The impact of international trade on the labour markets of developed and developing countries is an important but contentious issue both in academic research and in policy debates. In many developed countries, the adverse labour market outcomes observed for less-skilled workers since the 1980s is often attributed to international trade. However, there is considerable disagreement amongst economists regarding the role of trade. Some see increased imports from low-wage developing countries as placing substantial pressure on labour markets in developed countries. An alternative viewpoint sees skill-biased technical change as being the more likely cause. Recently, the potentially negative impact that globalisation may have for less-skilled workers in developed countries has been highlighted by the debate on the implications of business process out-sourcing on the employment prospects of workers in the service sectors, in the UK and US in particular. New research on the role of business and social networks in helping to overcome informal barriers to trade suggest another possible link between international trade and labour markets in developed countries – the possible trade-creating effects of migrant networks.
From a developing country perspective, the conventional wisdom is that unlike the case with developed countries, increased integration with the world economy will be beneficial to less-skilled workers. But this does not seem to be supported by the available empirical evidence, which suggests that many developing countries experienced rising wage inequality after opening to international trade. It appears possible that there is a pervasive skill bias in globalisation. It is also uncertain what prospects international trade offers in creating jobs in developing countries, particularly those located in Africa and Latin America.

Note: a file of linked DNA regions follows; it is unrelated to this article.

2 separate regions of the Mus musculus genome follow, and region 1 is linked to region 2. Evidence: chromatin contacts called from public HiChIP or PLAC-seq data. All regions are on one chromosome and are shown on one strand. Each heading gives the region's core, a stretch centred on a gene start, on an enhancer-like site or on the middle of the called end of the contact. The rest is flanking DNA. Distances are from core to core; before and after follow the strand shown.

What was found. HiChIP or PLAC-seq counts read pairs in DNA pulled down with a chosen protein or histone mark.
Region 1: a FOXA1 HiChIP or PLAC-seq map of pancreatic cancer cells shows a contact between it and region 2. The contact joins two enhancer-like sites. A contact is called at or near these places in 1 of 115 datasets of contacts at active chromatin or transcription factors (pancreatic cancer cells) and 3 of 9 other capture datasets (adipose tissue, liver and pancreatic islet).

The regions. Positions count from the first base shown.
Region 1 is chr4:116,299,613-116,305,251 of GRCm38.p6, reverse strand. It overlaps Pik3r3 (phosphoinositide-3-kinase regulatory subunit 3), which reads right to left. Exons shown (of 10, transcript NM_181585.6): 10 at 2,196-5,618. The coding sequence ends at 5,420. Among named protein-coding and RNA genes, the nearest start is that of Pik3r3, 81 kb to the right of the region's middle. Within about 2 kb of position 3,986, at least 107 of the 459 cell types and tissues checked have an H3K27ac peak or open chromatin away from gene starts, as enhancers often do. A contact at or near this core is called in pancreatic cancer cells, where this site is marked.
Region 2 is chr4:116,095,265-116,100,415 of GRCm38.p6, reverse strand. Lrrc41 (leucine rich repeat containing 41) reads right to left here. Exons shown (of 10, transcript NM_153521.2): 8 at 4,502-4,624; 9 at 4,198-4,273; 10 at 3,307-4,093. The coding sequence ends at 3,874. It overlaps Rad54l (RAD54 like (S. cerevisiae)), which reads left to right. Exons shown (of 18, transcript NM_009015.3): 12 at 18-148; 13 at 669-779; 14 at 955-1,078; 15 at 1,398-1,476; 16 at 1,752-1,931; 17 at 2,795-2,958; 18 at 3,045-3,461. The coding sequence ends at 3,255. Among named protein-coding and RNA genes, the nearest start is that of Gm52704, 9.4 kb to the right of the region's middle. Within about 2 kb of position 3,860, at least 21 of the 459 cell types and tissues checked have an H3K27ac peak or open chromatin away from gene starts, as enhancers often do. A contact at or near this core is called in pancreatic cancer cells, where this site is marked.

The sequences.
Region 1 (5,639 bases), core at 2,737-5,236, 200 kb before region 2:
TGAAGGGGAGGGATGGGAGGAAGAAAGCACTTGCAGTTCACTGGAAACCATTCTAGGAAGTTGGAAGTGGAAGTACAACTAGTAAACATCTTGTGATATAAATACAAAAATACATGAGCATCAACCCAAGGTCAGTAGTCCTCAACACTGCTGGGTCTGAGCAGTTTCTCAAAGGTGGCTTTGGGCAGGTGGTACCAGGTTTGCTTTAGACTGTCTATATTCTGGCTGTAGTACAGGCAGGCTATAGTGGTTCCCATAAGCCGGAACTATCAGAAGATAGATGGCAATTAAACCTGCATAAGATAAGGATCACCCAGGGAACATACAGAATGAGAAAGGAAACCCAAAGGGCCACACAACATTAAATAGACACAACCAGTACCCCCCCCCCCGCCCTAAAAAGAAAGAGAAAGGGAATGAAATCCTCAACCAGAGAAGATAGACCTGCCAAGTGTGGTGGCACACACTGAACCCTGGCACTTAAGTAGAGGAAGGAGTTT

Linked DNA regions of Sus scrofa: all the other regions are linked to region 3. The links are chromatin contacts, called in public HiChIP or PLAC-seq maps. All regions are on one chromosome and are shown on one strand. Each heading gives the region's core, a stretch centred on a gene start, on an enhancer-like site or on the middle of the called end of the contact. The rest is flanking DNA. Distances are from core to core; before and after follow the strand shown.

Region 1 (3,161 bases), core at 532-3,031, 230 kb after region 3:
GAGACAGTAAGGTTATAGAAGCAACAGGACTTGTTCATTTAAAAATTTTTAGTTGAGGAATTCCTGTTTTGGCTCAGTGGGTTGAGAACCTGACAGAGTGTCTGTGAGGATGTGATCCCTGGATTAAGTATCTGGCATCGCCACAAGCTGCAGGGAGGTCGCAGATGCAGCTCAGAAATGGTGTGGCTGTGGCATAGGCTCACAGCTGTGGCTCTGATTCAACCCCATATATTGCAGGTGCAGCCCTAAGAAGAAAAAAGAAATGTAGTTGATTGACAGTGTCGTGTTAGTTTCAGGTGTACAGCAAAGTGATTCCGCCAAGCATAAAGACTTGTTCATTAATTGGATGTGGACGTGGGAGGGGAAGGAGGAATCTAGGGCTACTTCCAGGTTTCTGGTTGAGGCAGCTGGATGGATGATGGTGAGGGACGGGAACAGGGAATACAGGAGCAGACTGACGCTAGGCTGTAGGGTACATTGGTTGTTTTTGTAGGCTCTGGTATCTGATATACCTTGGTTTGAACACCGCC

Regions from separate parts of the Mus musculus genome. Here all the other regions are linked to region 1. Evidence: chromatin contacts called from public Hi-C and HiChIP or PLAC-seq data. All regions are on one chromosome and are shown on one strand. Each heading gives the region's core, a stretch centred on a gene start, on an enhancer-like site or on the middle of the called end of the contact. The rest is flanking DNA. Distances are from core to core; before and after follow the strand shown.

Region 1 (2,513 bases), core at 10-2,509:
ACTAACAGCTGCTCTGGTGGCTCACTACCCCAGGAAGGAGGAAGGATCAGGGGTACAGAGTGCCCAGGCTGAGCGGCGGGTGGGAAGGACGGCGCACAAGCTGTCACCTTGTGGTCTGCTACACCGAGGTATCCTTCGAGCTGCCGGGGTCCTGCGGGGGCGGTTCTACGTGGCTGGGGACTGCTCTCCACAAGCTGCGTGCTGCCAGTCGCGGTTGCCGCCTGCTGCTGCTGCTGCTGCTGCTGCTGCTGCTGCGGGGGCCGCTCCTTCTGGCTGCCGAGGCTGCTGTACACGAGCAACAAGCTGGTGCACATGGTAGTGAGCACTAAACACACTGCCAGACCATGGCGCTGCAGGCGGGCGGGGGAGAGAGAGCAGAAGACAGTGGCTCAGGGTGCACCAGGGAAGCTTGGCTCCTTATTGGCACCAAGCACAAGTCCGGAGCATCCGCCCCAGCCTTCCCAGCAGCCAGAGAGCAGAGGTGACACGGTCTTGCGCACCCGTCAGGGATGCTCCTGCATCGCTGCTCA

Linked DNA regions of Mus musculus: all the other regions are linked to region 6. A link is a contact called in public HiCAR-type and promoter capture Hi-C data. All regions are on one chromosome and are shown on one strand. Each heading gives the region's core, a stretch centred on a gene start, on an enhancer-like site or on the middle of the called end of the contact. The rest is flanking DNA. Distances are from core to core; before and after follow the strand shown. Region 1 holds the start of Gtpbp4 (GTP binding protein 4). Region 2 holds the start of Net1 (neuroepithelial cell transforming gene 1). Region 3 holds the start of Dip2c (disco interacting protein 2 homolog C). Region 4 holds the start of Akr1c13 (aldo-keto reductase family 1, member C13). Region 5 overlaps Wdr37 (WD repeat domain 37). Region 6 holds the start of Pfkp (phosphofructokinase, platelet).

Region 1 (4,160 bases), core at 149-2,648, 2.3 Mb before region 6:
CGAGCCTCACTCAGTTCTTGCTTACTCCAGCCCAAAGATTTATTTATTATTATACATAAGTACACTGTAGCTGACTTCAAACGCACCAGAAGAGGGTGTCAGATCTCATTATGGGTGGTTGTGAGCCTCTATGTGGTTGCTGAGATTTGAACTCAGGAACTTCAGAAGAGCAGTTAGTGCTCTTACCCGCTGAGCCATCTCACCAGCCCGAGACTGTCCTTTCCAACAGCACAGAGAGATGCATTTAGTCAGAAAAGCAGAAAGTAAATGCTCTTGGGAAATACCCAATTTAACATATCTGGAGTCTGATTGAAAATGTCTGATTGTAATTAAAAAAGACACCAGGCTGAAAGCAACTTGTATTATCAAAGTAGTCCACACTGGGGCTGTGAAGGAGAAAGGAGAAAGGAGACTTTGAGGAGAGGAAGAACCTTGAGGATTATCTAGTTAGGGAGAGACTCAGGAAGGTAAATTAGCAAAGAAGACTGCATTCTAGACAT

This series of research seminars addressed current developments in our knowledge of the inter-relationship between international trade and labour markets both in developed and developing countries. The broad theme of the seminar series is the implication of increasing trade, as one facet of globalisation, for labour markets, including employment, wage inequality and conditions of work.
The seminars provided an opportunity for researchers from a diversity of disciplines to interact with each other, and to engage with the policy community and wider user groups in London-based policy-oriented seminars.